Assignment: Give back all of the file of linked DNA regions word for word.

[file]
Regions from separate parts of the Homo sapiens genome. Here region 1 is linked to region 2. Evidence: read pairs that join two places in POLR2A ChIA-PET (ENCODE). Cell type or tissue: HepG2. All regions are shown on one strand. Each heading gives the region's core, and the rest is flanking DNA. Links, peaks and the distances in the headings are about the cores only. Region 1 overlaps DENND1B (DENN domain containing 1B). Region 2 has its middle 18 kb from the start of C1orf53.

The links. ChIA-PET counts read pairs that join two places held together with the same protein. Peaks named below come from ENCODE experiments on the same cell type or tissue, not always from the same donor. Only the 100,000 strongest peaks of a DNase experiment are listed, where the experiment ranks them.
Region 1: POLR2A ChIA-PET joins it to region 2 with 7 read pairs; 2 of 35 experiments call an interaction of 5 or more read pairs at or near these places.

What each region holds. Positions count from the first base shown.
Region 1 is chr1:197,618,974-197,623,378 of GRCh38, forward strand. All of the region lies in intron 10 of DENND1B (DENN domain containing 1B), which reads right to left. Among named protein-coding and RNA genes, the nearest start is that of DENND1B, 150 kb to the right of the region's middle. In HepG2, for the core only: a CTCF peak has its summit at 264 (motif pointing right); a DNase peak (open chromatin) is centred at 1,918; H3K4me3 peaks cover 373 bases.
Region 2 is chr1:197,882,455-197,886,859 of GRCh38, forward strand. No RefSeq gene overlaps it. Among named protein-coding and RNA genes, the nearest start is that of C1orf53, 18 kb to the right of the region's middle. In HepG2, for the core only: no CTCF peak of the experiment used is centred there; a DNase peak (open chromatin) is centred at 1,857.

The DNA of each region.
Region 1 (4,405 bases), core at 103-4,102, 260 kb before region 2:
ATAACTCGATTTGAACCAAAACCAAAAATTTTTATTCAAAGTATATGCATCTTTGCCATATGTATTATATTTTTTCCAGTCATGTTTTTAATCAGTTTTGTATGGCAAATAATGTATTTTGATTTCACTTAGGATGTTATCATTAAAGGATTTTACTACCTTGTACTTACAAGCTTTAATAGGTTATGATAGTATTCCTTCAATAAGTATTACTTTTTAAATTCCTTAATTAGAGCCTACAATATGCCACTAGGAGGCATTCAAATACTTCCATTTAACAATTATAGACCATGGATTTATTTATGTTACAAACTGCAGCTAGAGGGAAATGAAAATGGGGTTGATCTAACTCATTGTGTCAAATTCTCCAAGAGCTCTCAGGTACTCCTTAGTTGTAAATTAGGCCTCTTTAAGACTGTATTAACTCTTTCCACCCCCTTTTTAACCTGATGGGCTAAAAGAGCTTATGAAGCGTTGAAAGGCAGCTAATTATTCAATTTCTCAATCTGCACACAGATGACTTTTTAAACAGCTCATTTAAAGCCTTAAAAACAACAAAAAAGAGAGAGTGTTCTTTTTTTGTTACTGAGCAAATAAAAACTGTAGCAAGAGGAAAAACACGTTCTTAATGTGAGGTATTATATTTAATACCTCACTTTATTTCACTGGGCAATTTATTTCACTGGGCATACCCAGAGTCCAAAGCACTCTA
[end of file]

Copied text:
Regions from separate parts of the Homo sapiens genome. Here region 1 is linked to region 2. Evidence: read pairs that join two places in POLR2A ChIA-PET (ENCODE). Cell type or tissue: HepG2. All regions are shown on one strand. Each heading gives the region's core, and the rest is flanking DNA. Links, peaks and the distances in the headings are about the cores only. Region 1 overlaps DENND1B (DENN domain containing 1B). Region 2 has its middle 18 kb from the start of C1orf53.

The links. ChIA-PET counts read pairs that join two places held together with the same protein. Peaks named below come from ENCODE experiments on the same cell type or tissue, not always from the same donor. Only the 100,000 strongest peaks of a DNase experiment are listed, where the experiment ranks them.
Region 1: POLR2A ChIA-PET joins it to region 2 with 7 read pairs; 2 of 35 experiments call an interaction of 5 or more read pairs at or near these places.

What each region holds. Positions count from the first base shown.
Region 1 is chr1:197,618,974-197,623,378 of GRCh38, forward strand. All of the region lies in intron 10 of DENND1B (DENN domain containing 1B), which reads right to left. Among named protein-coding and RNA genes, the nearest start is that of DENND1B, 150 kb to the right of the region's middle. In HepG2, for the core only: a CTCF peak has its summit at 264 (motif pointing right); a DNase peak (open chromatin) is centred at 1,918; H3K4me3 peaks cover 373 bases.
Region 2 is chr1:197,882,455-197,886,859 of GRCh38, forward strand. No RefSeq gene overlaps it. Among named protein-coding and RNA genes, the nearest start is that of C1orf53, 18 kb to the right of the region's middle. In HepG2, for the core only: no CTCF peak of the experiment used is centred there; a DNase peak (open chromatin) is centred at 1,857.

The DNA of each region.
Region 1 (4,405 bases), core at 103-4,102, 260 kb before region 2:
ATAACTCGATTTGAACCAAAACCAAAAATTTTTATTCAAAGTATATGCATCTTTGCCATATGTATTATATTTTTTCCAGTCATGTTTTTAATCAGTTTTGTATGGCAAATAATGTATTTTGATTTCACTTAGGATGTTATCATTAAAGGATTTTACTACCTTGTACTTACAAGCTTTAATAGGTTATGATAGTATTCCTTCAATAAGTATTACTTTTTAAATTCCTTAATTAGAGCCTACAATATGCCACTAGGAGGCATTCAAATACTTCCATTTAACAATTATAGACCATGGATTTATTTATGTTACAAACTGCAGCTAGAGGGAAATGAAAATGGGGTTGATCTAACTCATTGTGTCAAATTCTCCAAGAGCTCTCAGGTACTCCTTAGTTGTAAATTAGGCCTCTTTAAGACTGTATTAACTCTTTCCACCCCCTTTTTAACCTGATGGGCTAAAAGAGCTTATGAAGCGTTGAAAGGCAGCTAATTATTCAATTTCTCAATCTGCACACAGATGACTTTTTAAACAGCTCATTTAAAGCCTTAAAAACAACAAAAAAGAGAGAGTGTTCTTTTTTTGTTACTGAGCAAATAAAAACTGTAGCAAGAGGAAAAACACGTTCTTAATGTGAGGTATTATATTTAATACCTCACTTTATTTCACTGGGCAATTTATTTCACTGGGCATACCCAGAGTCCAAAGCACTCTA